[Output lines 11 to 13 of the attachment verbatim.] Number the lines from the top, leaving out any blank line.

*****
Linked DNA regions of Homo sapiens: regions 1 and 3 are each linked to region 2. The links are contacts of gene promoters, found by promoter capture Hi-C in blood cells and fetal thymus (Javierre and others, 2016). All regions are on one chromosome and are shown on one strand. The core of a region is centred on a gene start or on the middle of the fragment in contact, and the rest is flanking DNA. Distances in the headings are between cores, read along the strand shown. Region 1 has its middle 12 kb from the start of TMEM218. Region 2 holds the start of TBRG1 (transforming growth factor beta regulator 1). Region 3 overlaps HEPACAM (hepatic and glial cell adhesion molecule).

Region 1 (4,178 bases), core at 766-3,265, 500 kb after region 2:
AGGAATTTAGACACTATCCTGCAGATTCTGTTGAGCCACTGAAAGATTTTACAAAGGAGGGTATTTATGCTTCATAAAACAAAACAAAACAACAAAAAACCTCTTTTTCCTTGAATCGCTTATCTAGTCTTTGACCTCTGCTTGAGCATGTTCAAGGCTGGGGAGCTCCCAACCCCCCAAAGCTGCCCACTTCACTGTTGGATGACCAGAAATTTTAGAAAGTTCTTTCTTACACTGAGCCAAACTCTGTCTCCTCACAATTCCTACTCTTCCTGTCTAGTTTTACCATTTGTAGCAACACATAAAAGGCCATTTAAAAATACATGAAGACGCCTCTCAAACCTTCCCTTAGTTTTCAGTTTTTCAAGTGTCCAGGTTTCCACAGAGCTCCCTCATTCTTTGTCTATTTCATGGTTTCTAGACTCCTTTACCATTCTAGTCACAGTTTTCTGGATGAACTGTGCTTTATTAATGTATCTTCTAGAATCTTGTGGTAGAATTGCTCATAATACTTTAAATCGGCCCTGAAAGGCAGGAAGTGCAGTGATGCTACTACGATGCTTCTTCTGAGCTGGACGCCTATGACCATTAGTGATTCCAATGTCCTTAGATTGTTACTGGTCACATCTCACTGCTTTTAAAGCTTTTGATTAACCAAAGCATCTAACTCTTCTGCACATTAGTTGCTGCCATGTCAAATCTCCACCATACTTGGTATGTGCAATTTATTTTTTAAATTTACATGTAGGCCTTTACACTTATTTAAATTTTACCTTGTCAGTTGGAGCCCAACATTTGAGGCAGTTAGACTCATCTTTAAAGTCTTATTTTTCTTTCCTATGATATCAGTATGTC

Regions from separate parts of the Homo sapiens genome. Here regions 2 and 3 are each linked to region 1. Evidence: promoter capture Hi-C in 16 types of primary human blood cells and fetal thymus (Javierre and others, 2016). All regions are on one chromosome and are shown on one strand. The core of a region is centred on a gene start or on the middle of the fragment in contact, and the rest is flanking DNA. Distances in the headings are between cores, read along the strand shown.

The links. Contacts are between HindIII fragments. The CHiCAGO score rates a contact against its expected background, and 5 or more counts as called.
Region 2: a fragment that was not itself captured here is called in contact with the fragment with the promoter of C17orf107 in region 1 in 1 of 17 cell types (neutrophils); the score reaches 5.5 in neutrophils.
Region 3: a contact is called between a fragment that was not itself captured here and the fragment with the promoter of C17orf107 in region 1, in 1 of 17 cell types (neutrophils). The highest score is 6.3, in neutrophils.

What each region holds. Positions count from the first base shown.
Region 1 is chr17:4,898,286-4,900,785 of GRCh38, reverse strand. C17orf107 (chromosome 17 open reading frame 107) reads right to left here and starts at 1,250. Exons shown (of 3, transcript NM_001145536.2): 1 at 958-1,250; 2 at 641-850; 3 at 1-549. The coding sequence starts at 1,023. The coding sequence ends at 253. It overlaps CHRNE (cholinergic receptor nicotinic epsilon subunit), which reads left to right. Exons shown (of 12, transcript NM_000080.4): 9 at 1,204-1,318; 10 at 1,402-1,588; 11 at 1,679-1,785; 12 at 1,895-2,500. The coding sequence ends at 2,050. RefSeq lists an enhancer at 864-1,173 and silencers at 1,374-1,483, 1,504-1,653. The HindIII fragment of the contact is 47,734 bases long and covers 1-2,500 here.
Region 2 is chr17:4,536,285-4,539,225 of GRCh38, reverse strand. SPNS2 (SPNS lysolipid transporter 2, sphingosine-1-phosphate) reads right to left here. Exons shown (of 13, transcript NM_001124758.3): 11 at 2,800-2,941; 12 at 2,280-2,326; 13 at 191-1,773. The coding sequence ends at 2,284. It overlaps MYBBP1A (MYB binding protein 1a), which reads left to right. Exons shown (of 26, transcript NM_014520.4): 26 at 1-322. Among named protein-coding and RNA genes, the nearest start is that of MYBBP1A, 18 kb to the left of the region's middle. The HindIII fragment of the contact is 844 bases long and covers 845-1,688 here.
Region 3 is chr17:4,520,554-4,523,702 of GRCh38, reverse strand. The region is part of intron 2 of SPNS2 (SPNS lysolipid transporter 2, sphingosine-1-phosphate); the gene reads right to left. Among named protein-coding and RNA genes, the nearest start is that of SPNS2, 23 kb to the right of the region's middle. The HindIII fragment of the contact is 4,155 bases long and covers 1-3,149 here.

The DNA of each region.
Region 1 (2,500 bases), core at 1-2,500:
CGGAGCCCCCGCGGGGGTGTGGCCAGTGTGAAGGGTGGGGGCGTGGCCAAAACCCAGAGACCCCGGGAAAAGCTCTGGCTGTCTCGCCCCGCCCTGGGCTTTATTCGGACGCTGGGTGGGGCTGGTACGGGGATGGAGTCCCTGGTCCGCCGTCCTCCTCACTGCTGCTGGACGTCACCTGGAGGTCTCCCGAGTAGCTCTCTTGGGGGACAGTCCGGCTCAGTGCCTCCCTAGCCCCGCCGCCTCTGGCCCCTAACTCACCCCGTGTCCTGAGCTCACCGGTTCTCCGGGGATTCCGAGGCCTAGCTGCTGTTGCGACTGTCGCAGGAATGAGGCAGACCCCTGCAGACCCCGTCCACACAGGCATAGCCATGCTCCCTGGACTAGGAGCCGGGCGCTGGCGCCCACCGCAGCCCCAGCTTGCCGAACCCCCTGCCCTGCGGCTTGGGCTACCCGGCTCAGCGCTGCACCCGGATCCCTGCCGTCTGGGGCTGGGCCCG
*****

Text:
Region 3 is chr17:4,520,554-4,523,702 of GRCh38, reverse strand. The region is part of intron 2 of SPNS2 (SPNS lysolipid transporter 2, sphingosine-1-phosphate); the gene reads right to left. Among named protein-coding and RNA genes, the nearest start is that of SPNS2, 23 kb to the right of the region's middle. The HindIII fragment of the contact is 4,155 bases long and covers 1-3,149 here.

The DNA of each region.
Region 1 (2,500 bases), core at 1-2,500: